Crime Victimization Surveys for Police Reforms

ImageInitiating the reforms process in policing in India has been a difficult issue to tackle. The efforts from retired police officers like Mr Prakash Singh and organizations like Commonwealth Human Rights Initiative resulted in directions from the Supreme Court for implementing police reforms. However, there has been no eagerness gushing forth on the implementation.

The recent few years have witnessed a growing distrust and lack of public confidence in police actions and inactions. However, it would clearly be wrong to view this public mood as being solely directed at the police. Public trust in police is actually a sensitive indicator for the levels of trust in government. Police functions within the confines of government and is expected to function strictly as laid down in the law, irrespective of the political parties in power. But have enough safeguards been built into the administrative and criminal law to ensure for the required level of functionality for ‘rule of law’? The fulcrum of political control on police is the administrative control which is exercised by the political setup on transfers and promotions. This control then, in practice, overrides the legal requirements of functioning strictly as per the laid down law.

So it appears that what is required is to either reduce the political control on police administration and/or enhance the judicial control on law enforcement. This could logically be done in two ways – 1. By creating autonomous Boards for transfers in police, public complaints against police and annual policies for police,  to distance political control on the administration of the police, as directed in the SC order on the police reforms PIL, or 2. By increasing multifold the level of supervision of courts, which are the guardians of the law, on police work, through speedy justice delivery.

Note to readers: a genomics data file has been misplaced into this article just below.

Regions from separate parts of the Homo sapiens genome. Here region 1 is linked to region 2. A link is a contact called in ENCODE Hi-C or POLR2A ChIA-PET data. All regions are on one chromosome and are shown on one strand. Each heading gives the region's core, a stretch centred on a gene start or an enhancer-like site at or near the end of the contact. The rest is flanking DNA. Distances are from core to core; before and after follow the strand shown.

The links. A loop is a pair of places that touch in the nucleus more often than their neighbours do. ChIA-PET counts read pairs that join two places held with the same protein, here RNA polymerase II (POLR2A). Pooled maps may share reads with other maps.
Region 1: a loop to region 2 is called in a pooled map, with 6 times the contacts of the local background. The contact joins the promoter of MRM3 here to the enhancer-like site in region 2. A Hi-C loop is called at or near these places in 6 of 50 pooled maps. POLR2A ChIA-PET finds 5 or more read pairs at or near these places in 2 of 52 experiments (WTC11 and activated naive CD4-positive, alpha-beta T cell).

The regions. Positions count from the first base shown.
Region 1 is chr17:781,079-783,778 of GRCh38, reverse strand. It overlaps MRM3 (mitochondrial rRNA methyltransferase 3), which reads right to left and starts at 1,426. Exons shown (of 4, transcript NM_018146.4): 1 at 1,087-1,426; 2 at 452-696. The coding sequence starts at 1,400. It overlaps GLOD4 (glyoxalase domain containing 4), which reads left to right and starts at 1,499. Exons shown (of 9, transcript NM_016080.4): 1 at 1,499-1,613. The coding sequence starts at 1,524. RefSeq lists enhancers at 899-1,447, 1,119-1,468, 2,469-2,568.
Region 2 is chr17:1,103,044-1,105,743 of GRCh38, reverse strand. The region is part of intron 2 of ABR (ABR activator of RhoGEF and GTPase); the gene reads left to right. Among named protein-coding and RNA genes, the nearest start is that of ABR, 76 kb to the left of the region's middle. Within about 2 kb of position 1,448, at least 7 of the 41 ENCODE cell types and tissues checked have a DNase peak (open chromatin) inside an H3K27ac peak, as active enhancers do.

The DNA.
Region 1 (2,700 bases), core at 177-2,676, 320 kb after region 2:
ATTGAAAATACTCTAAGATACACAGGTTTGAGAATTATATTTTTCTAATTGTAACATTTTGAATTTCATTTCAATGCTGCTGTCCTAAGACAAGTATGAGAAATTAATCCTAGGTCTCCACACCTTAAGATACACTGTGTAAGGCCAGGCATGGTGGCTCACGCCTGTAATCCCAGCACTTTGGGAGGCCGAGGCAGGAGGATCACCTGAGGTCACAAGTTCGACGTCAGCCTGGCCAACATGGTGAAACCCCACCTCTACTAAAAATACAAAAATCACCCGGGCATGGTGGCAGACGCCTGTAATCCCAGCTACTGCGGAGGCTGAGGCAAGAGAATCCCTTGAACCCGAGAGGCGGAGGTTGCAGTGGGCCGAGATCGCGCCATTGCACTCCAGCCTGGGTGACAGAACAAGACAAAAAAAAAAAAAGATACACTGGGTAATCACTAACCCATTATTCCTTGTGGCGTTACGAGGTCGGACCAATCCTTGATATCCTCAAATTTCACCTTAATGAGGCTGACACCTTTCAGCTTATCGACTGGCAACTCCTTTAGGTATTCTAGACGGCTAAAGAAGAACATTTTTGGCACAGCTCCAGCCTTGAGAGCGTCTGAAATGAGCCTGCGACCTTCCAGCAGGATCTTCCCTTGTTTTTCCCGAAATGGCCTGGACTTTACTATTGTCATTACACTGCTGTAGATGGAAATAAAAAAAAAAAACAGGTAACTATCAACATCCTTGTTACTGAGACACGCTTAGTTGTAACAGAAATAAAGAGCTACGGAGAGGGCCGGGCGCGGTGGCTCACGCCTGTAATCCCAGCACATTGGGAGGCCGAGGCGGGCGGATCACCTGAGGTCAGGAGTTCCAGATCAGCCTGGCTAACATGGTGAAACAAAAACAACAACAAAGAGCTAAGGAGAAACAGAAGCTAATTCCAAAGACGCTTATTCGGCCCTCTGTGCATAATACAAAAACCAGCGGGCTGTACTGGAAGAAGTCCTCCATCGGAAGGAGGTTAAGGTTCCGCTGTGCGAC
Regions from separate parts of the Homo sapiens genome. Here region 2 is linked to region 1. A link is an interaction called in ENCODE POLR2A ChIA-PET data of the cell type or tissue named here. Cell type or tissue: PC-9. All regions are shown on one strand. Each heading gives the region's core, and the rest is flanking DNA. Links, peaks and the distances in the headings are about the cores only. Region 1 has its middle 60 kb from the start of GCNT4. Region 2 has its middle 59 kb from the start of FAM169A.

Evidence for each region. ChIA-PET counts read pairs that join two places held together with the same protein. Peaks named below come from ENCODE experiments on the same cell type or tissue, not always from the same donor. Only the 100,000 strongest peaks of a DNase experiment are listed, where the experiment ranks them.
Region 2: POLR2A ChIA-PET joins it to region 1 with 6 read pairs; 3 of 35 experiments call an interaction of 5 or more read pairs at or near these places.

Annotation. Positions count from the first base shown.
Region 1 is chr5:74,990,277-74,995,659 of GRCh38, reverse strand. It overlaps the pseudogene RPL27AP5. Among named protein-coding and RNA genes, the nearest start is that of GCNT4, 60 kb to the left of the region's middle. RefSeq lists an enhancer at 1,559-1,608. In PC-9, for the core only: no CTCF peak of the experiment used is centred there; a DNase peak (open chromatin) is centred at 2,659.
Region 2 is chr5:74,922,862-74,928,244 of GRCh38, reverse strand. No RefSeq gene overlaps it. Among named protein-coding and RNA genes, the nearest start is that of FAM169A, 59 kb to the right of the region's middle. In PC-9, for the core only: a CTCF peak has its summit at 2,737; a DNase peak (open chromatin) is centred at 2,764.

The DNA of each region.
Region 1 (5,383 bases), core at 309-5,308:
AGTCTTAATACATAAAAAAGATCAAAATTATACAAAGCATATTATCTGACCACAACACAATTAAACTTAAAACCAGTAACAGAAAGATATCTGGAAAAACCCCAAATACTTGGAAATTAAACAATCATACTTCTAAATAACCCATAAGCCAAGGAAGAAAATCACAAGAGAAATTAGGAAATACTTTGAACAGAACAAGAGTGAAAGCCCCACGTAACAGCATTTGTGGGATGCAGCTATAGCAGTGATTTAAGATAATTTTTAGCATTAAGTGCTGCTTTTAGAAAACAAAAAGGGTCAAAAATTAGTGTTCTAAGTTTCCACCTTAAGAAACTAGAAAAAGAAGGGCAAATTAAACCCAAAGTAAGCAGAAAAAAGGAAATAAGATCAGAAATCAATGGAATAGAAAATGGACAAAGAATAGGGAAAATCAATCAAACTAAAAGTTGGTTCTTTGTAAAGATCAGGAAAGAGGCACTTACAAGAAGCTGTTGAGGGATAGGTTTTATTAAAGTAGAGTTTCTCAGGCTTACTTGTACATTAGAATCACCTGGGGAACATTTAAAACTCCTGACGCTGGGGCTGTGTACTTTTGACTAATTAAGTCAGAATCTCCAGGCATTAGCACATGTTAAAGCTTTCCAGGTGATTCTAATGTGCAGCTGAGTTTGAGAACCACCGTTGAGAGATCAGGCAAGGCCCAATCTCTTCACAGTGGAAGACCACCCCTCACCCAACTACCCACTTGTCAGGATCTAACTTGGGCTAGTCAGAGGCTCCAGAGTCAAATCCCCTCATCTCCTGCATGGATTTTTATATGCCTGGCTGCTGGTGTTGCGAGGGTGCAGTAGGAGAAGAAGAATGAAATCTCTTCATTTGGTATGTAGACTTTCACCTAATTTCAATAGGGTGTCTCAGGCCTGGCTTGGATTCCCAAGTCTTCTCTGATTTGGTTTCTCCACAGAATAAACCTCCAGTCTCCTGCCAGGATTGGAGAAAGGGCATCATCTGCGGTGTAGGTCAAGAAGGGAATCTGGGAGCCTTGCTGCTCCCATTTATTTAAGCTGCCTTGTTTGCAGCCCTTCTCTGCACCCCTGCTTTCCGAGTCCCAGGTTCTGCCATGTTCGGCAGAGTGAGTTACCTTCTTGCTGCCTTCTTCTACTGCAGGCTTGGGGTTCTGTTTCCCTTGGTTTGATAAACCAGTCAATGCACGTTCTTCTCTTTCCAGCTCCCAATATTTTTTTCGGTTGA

The 2nd option is unviable in the short term, though extremely critical in the long term, as it would involve substantially strengthening the judiciary.  The  additional burden of court monitored cases is already further adding to the heavily burdened judicial system in India. The 1st option is relatively easy to implement due to minimal additional costs but is difficult to put in place without people demanding more accountability from politicians on police performance.

So how do you involve the people into demanding from the government that they are entitled to better police services? One possible way is through the method of iterative Crime Victimization Surveys at the level of police stations. The periodic measurement of actual victimization due to crime and also mapping safety perceptions of the people, in every police station jurisdiction, has the potential to make the police stations more focused on thinking of and implementing measures to reduce these numbers in subsequent surveys, which can lead to measurably better state of safety over a period of time. These surveys will also focus attention on the gaps in crime registration by police vis a vis the real crime taking place in each police station jurisdiction. The periodic surveys would thus have the potential to encourage police to record all reported crimes and investigate them to reduce the gap in subsequent surveys, rather than avoid registering crimes as is the trend now.